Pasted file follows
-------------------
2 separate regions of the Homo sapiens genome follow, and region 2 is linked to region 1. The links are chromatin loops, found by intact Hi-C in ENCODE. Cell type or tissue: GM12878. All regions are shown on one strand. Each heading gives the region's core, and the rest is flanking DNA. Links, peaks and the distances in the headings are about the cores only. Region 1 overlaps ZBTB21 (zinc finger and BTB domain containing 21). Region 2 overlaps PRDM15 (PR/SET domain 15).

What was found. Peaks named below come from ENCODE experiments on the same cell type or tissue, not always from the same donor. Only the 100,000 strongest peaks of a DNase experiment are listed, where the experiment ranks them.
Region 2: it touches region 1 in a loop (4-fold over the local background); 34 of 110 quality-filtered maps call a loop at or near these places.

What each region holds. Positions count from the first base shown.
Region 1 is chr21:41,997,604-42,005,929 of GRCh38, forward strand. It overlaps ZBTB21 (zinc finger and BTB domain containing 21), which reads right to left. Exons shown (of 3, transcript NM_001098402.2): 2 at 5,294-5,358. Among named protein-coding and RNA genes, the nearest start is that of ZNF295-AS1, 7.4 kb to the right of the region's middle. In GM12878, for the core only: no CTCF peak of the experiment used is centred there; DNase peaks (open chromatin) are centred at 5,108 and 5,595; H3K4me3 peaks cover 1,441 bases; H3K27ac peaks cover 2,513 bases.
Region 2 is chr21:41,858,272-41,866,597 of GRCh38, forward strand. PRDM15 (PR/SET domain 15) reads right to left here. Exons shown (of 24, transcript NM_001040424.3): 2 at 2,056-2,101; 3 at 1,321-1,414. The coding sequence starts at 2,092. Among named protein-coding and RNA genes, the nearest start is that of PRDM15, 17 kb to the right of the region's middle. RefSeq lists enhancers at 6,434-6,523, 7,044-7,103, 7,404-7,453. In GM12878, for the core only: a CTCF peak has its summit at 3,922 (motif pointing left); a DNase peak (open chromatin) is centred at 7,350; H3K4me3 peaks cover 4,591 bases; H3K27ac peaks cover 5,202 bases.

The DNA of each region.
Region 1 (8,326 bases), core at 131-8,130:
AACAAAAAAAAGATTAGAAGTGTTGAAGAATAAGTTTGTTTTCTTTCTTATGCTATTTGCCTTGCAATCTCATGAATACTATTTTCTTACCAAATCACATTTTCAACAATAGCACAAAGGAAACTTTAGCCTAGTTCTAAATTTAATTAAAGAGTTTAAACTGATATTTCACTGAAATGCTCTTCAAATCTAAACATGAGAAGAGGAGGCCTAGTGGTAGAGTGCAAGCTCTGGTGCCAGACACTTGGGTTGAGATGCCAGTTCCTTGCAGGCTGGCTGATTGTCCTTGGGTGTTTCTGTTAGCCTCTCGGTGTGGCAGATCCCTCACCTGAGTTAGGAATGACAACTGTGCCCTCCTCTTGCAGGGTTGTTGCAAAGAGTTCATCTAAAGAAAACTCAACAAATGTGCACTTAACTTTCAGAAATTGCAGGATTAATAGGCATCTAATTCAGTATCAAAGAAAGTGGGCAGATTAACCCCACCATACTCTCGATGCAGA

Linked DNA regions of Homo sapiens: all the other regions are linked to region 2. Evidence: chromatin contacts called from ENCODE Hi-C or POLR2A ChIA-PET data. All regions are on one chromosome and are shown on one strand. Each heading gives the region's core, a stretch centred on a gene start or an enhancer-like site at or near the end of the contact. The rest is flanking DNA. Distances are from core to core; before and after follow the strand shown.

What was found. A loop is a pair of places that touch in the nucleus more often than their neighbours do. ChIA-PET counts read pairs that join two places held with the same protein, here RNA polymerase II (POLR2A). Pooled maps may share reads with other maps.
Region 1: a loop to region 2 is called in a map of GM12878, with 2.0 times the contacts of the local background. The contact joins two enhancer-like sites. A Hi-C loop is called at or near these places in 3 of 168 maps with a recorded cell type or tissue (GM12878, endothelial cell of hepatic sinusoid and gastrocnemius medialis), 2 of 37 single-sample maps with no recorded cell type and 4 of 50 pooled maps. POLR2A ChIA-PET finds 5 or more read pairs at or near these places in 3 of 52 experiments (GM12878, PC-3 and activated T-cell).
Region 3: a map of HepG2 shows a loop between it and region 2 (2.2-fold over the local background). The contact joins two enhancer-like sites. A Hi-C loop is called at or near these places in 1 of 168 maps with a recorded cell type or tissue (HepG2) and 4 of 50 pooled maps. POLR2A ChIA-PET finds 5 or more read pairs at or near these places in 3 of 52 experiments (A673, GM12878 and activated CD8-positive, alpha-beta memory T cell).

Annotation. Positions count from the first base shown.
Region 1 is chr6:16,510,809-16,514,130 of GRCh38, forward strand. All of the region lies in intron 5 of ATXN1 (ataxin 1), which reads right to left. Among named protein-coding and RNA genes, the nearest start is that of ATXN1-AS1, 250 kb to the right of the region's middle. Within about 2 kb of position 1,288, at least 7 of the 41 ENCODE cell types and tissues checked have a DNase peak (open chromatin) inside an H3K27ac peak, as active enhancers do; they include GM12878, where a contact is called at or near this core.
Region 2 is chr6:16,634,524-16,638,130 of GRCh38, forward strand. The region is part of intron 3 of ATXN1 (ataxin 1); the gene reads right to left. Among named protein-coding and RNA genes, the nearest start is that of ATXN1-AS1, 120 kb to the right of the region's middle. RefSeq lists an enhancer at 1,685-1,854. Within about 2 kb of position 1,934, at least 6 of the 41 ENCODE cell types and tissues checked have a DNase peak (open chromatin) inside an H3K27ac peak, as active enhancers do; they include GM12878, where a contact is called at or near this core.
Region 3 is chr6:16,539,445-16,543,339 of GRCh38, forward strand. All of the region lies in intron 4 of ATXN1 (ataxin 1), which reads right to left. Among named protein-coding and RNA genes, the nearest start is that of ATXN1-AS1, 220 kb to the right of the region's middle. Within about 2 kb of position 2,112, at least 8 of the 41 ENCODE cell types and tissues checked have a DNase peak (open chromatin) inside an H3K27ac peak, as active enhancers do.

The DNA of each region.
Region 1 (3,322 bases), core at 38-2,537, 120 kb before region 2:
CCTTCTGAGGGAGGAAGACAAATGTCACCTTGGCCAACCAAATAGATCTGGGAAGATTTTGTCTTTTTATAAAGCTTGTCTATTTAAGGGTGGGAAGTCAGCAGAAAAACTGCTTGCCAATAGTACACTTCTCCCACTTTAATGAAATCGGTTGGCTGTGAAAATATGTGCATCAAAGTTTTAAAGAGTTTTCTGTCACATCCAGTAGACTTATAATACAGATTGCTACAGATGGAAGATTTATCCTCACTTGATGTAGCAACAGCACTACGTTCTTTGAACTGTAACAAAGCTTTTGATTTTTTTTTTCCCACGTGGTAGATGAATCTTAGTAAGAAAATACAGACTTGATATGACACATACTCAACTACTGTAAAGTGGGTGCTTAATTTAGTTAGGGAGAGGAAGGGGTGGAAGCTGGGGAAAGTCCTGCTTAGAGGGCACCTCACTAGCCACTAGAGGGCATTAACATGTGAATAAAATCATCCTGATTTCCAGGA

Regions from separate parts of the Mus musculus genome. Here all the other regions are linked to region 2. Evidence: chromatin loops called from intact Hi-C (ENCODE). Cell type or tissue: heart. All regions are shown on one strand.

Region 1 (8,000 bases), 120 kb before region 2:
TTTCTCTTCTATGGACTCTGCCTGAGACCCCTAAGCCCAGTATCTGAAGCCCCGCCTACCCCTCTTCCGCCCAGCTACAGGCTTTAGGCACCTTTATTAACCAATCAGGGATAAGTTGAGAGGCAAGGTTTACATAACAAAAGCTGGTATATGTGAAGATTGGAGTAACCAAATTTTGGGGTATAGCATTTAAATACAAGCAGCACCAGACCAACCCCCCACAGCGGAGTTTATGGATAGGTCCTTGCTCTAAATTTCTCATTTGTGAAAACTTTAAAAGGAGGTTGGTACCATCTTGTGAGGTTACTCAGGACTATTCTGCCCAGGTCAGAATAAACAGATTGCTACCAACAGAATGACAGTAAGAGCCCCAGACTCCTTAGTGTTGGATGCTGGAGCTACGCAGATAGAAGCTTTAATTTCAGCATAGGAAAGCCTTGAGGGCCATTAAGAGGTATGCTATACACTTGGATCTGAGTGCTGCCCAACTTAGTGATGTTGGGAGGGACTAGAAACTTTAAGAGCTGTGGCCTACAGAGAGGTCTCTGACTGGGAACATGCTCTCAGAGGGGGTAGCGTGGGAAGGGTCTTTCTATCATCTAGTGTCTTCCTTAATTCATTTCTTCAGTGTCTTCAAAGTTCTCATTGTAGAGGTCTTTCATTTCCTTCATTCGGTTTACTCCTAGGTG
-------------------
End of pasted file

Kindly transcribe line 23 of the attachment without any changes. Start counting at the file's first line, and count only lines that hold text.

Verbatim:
TTTCTCTTCTATGGACTCTGCCTGAGACCCCTAAGCCCAGTATCTGAAGCCCCGCCTACCCCTCTTCCGCCCAGCTACAGGCTTTAGGCACCTTTATTAACCAATCAGGGATAAGTTGAGAGGCAAGGTTTACATAACAAAAGCTGGTATATGTGAAGATTGGAGTAACCAAATTTTGGGGTATAGCATTTAAATACAAGCAGCACCAGACCAACCCCCCACAGCGGAGTTTATGGATAGGTCCTTGCTCTAAATTTCTCATTTGTGAAAACTTTAAAAGGAGGTTGGTACCATCTTGTGAGGTTACTCAGGACTATTCTGCCCAGGTCAGAATAAACAGATTGCTACCAACAGAATGACAGTAAGAGCCCCAGACTCCTTAGTGTTGGATGCTGGAGCTACGCAGATAGAAGCTTTAATTTCAGCATAGGAAAGCCTTGAGGGCCATTAAGAGGTATGCTATACACTTGGATCTGAGTGCTGCCCAACTTAGTGATGTTGGGAGGGACTAGAAACTTTAAGAGCTGTGGCCTACAGAGAGGTCTCTGACTGGGAACATGCTCTCAGAGGGGGTAGCGTGGGAAGGGTCTTTCTATCATCTAGTGTCTTCCTTAATTCATTTCTTCAGTGTCTTCAAAGTTCTCATTGTAGAGGTCTTTCATTTCCTTCATTCGGTTTACTCCTAGGTG